Questioning Judge Souter

September 13, 1990

The Senate Judiciary Committee begins its hearings on the nomination of Judge David Souter to the Supreme Court today. Chairman Joseph Biden says, "Even if Judge Souter should decline to answer specific questions regarding specific cases, I believe he must expect to be asked quite specific aspects of his judicial philosophy. And we have a right to expect answers." We don't like the implication that there will be questions regarding specific cases. That isn't appropriate. On the other hand, trying to find the nominee's judicial philosophy is not only a senator's prerogative, it is his duty. A senator who believes that a nominee's philosophy would result in harmful Supreme Court decisions has a duty to oppose him.

Some interest groups concerned with abortion think that th judge's views on it should be the litmus test on his acceptability. Some suggest he should be required to say whether he would uphold or over-rule Roe vs. Wade, the landmark pro-abortion rights Supreme Court decision. We reject that idea out of hand, for two reasons:

One, a Supreme Court justice votes on more than 100 cases a year, which involve scores of issues besides abortion specifically and privacy and liberty generally. A justice's fitness has to be based on a broader view. (We don't like the fact that Judge Souter once ruled in New Hampshire that an editorial's "obscurity" was grounds for a libel suit. But we would not oppose his confirmation just on that basis.) Two, if Judge Souter were to tell a president, senator or interest group how he would vote on a specific case, he would disqualify himself from sitting on such a case, having in effect already sided with one of the litigants.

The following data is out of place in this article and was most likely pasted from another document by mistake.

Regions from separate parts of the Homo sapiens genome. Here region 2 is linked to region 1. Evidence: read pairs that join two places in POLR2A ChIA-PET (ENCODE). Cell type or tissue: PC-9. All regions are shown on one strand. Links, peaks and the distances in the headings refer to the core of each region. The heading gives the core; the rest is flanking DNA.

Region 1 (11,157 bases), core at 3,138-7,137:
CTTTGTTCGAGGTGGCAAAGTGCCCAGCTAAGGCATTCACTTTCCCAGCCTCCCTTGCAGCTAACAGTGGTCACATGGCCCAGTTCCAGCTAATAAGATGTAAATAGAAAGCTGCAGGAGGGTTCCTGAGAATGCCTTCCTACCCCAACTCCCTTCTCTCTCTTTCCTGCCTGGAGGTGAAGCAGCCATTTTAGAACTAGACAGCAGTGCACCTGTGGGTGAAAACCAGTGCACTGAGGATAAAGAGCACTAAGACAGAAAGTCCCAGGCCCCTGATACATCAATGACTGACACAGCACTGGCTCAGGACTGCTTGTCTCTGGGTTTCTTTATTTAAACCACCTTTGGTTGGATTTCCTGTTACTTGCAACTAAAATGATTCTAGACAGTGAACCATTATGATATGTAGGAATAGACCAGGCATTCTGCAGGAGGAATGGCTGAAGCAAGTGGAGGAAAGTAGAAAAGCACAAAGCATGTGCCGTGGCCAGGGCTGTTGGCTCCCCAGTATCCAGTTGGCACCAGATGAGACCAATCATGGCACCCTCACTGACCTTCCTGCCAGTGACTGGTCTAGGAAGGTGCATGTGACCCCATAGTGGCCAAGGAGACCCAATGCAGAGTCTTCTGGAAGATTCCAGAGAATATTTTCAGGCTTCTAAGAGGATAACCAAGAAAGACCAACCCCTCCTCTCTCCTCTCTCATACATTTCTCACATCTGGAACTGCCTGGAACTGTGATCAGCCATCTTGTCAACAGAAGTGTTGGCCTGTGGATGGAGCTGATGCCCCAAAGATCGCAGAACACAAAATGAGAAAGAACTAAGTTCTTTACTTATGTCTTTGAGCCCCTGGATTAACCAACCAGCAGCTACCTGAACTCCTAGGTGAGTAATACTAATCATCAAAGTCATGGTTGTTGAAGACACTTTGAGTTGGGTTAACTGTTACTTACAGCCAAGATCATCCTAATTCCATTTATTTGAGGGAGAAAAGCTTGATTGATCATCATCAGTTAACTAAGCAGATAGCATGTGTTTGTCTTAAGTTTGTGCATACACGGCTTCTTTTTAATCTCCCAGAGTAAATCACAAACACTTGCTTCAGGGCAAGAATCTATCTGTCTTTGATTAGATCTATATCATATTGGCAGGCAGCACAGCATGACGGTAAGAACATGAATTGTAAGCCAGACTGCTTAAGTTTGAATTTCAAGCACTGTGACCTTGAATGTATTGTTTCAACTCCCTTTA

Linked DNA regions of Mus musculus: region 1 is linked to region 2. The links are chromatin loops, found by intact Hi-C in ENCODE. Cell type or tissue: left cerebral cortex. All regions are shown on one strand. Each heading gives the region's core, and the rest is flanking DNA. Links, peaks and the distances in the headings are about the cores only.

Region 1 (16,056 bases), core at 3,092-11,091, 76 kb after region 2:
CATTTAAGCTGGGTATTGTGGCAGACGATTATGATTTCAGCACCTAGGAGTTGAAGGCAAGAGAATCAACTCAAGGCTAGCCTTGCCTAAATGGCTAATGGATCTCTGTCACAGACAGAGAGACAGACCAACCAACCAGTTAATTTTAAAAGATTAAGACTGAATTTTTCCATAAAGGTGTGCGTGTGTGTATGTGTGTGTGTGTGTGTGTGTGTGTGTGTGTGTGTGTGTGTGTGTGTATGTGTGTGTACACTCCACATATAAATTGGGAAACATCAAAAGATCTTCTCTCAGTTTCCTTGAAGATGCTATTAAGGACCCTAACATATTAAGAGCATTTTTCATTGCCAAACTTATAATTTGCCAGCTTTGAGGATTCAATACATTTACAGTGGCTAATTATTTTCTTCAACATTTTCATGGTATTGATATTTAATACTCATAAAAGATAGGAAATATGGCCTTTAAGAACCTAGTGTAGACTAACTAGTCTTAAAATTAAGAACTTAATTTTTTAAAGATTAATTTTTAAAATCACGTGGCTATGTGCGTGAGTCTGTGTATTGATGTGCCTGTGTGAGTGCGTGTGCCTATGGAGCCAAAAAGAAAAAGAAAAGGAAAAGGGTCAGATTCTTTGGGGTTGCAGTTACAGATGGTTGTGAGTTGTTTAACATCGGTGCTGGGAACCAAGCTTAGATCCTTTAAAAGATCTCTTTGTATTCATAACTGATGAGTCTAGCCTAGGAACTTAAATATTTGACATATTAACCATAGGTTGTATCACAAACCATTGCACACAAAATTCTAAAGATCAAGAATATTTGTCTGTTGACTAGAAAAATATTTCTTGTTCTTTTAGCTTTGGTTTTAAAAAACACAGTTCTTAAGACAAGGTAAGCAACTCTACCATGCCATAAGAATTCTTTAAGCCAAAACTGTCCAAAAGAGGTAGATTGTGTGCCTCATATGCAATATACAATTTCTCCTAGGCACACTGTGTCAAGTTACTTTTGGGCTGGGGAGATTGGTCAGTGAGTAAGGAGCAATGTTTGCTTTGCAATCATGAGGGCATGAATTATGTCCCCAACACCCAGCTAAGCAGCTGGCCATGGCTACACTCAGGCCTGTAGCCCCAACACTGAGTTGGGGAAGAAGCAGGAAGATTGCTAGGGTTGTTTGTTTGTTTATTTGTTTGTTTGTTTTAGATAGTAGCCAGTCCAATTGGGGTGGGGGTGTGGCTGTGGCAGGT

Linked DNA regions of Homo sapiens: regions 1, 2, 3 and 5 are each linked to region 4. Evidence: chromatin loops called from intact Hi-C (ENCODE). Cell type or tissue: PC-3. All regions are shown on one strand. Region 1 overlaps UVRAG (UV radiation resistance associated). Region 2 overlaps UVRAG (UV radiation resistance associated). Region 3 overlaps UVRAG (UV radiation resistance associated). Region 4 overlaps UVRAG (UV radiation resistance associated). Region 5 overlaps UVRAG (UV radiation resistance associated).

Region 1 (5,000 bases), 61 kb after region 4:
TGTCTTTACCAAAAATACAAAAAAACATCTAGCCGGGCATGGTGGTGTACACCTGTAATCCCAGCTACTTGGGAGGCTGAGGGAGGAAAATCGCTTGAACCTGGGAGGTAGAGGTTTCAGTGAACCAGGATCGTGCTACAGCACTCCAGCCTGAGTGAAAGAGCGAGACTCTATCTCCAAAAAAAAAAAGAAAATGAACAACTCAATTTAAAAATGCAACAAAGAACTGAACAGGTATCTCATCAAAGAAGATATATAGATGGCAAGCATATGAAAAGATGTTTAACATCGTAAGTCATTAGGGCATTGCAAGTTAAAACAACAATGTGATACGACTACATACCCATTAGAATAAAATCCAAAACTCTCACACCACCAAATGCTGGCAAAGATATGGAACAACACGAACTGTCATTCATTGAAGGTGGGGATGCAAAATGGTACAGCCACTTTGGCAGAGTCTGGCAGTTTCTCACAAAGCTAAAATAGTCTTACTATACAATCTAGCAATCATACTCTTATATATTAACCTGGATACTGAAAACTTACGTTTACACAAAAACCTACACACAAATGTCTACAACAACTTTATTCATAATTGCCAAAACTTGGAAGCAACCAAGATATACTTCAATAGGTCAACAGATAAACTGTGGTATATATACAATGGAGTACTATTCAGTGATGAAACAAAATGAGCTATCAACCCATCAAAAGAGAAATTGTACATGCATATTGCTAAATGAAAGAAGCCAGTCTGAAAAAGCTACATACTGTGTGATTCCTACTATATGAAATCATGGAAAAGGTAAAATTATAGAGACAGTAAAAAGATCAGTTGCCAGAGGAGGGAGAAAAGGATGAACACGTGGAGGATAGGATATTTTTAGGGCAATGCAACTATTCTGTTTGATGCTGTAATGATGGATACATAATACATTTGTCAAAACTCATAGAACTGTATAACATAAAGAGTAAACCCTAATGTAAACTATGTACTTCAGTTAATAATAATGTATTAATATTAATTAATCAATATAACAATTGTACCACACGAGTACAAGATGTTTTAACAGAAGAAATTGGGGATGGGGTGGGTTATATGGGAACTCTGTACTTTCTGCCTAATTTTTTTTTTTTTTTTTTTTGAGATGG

The president limited his inquiry to Judge Souter's judicial ideas in the larger sense, we are told. Does he accept precedent except in unusual circumstances? Will he respect minority rights derived from the Bill of Rights in the face of overwhelming public opinion and among lawmakers? Does he believe the intent of the framers of constitutional language should be read in terms of their own environment or today's? These are proper questions for senators. And to repeat, a senator on either side of the philosophical divide who disagrees with answers to questions like those has the right and responsibility to vote "no."

Even here we would suggest caution, however, and giving the nominee the benefit of the doubt, as long as he demonstrates the intellectual, moral and temperamental attributes a justice of the Supreme Court needs. That is because no one -- not even Judge Souter -- knows how he will decide cases over the years. Asked if a person changes once donning a justice's robes, Justice Felix Frankfurter replied, "If he is any good he does." "Change you must if you are to do your duty on the Supreme Court," said former Chief Justice Earl Warren. He did.

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